TEACHERS may be urged to offer "something in return for something" if they want a pay rise, but it seems that when it comes to their pupils a something-for-nothing philosophy has taken hold, writes Karen Thornton.
Where once it was common to hand out pocket money in exchange for a well-mown lawn or a gleaming car, the traditional link between cash and services rendered has now largely been broken. Today's children don't have to lift a finger for their weekly cash, says a new study.
Adrian Furnham of University College London's psychology department surveyed 400 British adults and found that nine out of 10 thought children should start getting weekly pocket money by the age of five.
They reckoned that a fair rate is around 60p a week for six-year-olds, and rising to pound;6 for those hitting 18. But only a third said the cash should be dependent on doing chores.
Most were keen to encourage their offspring to save, give to charity, and take up a part-time job. The study, published in the next edition of the British Journal of Developmental Psychology found that 42 per cent were willing to reward children for academic success.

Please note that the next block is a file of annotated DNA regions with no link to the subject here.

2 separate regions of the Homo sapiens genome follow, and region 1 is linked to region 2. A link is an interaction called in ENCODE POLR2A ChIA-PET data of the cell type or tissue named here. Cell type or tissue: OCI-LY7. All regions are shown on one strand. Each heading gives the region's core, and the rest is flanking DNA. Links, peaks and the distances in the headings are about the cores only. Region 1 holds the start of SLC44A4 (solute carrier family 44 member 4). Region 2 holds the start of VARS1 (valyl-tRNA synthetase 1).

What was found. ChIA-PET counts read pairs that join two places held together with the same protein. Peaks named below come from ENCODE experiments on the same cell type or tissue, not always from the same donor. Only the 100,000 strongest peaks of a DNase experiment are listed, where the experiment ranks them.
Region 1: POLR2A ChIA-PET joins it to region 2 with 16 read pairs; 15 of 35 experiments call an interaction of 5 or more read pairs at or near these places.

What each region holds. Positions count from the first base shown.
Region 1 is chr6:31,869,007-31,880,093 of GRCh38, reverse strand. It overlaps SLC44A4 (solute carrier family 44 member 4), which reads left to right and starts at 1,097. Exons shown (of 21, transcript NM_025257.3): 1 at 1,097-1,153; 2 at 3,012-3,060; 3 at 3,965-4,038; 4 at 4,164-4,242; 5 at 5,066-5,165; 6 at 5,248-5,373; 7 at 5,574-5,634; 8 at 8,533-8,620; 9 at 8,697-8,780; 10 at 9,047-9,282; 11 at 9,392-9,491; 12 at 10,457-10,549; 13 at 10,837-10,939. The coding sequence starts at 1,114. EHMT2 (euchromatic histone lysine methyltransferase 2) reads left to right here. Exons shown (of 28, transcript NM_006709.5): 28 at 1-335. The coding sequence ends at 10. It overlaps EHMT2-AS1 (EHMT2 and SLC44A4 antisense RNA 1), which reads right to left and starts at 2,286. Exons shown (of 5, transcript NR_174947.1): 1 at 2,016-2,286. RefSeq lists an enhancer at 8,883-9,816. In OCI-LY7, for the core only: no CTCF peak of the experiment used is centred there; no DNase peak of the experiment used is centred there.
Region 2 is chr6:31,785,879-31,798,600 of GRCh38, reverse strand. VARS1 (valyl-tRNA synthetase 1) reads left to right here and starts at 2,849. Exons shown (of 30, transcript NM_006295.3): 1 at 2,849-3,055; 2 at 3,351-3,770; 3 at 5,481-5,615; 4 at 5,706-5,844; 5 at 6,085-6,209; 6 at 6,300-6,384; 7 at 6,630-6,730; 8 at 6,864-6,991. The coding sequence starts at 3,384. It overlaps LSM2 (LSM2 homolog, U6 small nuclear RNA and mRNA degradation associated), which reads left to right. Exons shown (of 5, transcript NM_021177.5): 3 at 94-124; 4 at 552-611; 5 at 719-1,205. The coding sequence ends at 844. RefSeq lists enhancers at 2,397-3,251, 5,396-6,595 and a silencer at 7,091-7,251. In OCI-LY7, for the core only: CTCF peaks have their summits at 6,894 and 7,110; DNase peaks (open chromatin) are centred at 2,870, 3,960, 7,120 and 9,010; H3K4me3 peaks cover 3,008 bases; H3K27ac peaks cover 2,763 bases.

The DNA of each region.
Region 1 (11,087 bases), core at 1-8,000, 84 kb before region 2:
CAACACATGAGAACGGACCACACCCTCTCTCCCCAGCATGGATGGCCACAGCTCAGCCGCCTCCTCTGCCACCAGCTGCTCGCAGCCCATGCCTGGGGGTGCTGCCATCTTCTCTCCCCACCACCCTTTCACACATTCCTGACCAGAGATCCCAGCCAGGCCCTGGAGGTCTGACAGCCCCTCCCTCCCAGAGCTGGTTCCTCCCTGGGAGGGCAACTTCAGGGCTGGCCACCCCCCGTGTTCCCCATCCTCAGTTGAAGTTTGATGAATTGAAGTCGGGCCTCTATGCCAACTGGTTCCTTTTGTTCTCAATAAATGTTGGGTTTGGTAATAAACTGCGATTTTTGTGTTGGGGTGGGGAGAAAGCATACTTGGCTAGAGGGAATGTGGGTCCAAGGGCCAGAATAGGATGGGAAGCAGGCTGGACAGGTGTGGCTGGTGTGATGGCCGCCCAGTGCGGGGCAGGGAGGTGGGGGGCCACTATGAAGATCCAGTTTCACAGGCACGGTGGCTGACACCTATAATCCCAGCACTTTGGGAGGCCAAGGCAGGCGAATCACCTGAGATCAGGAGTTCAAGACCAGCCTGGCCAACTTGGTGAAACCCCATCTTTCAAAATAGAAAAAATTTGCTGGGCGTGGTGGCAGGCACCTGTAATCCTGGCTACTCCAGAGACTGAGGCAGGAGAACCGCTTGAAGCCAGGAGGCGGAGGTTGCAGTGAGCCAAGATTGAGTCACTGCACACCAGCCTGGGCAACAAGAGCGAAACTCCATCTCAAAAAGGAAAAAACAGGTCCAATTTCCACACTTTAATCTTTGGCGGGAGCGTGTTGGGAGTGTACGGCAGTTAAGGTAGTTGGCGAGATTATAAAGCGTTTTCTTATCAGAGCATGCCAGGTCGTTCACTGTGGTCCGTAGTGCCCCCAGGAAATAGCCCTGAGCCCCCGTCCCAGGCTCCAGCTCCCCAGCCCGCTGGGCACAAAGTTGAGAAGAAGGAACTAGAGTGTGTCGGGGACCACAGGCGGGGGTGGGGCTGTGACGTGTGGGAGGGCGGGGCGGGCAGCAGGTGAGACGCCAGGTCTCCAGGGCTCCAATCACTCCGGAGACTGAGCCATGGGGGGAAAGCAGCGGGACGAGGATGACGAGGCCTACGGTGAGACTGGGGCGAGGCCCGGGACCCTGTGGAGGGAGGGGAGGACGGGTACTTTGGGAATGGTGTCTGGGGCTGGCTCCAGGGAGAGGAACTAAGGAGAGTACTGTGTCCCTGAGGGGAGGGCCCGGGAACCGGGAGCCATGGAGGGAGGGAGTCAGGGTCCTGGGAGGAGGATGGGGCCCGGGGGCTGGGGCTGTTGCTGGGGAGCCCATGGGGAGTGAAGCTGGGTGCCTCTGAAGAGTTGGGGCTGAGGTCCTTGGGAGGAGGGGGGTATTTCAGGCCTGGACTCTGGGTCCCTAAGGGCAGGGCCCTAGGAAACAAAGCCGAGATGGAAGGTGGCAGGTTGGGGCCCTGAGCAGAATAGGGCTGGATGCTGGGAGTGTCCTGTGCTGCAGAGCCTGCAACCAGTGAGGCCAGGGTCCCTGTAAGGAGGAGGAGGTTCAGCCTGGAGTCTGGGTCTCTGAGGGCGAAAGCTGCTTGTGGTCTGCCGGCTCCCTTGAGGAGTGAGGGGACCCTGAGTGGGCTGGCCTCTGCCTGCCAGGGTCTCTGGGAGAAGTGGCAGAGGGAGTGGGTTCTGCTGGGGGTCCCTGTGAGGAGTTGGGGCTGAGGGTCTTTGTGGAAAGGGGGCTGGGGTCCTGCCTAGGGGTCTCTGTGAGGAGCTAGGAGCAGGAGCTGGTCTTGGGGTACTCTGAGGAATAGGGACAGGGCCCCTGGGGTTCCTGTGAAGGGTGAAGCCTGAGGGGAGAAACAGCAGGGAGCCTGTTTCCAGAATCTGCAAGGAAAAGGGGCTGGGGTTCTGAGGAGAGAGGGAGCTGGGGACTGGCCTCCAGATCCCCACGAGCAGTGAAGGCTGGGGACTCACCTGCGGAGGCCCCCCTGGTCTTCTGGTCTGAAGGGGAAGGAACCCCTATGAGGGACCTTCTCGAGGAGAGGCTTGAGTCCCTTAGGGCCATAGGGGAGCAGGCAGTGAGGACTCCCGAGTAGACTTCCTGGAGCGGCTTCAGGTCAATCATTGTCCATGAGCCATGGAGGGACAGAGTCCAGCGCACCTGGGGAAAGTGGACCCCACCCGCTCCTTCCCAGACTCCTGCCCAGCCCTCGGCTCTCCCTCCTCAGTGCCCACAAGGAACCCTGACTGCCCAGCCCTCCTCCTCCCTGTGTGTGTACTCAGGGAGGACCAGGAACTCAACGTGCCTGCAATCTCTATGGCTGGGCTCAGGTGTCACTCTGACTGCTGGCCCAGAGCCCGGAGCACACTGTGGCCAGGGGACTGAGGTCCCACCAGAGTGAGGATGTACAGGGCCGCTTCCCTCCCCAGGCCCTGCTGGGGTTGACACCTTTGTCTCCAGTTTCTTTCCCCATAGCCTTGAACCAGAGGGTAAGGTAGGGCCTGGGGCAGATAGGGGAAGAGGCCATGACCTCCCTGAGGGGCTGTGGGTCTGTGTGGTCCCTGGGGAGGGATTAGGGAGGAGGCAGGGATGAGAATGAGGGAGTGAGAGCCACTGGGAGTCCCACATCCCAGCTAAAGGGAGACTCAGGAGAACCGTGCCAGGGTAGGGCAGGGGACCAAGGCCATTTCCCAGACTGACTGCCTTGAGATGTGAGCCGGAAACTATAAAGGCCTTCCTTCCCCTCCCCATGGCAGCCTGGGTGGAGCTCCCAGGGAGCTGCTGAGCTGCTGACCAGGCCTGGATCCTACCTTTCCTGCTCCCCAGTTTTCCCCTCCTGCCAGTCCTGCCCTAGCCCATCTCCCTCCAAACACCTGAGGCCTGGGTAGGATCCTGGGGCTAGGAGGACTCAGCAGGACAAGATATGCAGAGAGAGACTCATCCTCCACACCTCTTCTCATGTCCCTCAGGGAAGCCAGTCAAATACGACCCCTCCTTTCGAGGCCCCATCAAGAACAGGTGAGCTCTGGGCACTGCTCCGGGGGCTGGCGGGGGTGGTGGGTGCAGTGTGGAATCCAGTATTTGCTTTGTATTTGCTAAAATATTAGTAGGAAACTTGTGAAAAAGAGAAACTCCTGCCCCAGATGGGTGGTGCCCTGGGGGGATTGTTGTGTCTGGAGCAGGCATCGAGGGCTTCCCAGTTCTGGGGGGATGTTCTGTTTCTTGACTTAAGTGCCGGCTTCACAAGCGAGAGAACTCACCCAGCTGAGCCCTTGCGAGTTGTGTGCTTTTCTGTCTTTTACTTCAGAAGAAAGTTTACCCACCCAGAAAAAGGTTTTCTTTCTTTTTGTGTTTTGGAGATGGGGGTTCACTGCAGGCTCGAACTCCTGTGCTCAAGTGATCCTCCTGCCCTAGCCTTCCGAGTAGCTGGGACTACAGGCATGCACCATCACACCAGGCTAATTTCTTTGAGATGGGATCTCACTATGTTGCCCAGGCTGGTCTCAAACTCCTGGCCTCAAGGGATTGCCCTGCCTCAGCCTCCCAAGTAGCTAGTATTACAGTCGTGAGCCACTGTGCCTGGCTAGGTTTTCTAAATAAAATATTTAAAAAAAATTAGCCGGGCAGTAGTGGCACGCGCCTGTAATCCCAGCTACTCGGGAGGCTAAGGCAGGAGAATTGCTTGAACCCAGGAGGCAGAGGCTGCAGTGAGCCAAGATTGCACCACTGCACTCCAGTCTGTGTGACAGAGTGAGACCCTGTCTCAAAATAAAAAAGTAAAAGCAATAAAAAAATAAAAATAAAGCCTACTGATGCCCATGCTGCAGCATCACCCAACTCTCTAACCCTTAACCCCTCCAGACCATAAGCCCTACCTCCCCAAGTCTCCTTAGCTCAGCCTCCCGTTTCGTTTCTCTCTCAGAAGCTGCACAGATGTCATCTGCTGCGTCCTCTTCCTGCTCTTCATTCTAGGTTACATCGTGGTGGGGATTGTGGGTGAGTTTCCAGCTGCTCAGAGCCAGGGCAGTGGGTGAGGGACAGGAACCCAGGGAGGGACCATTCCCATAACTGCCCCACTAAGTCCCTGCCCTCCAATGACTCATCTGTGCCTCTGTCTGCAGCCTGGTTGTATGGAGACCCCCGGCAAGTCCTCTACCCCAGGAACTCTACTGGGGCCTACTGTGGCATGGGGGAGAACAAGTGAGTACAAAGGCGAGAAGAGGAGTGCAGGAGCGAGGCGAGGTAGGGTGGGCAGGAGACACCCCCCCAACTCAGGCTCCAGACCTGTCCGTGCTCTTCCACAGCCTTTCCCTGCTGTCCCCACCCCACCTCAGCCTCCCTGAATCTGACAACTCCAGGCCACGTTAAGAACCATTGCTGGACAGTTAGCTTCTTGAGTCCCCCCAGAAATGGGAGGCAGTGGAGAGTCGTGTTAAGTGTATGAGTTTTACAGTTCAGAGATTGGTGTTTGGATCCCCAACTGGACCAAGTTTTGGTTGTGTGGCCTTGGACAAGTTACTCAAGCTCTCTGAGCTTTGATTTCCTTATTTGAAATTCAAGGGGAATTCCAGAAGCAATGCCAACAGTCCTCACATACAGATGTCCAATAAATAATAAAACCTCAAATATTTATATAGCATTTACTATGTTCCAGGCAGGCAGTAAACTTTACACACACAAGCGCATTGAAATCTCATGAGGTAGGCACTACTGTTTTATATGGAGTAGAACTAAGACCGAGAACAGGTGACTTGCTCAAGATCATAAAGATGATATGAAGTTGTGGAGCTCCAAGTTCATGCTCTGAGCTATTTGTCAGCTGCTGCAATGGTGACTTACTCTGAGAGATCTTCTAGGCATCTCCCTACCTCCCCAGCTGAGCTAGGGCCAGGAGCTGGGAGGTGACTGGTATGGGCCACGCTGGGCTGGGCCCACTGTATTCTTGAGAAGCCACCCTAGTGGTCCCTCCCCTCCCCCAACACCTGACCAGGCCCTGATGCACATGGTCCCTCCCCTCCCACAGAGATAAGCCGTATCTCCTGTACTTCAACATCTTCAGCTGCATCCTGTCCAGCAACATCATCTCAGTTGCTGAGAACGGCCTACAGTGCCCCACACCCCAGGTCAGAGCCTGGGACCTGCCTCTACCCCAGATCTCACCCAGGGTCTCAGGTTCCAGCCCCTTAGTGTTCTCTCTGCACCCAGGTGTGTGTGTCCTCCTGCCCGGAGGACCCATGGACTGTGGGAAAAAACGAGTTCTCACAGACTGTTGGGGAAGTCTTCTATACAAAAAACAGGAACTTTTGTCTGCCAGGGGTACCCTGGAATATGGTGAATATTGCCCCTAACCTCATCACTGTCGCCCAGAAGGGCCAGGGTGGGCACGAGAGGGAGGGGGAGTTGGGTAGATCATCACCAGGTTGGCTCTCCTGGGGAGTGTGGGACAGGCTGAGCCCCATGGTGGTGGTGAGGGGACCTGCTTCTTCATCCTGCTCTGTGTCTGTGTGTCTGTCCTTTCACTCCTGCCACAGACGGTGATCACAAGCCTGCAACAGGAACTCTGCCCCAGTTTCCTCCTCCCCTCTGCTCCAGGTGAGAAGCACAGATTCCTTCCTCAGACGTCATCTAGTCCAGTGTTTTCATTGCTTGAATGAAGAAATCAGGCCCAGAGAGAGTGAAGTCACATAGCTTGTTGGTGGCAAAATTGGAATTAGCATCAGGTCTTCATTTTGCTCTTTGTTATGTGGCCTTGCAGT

"Pocket money is a serious issue because of both the spending power of children (many millions) and the opportunities for parents to train and socialise their children in the economic ways of life," said the earnest Professor Furnham.
"However, money remains a taboo topic for many parents - and may account for both ignorance and bad money habits among their children."
Economic Socialization; A Study of Adults' Perceptions and Uses of Pocket Money To Educate Children. Published in the British Journal of Developmental Psychology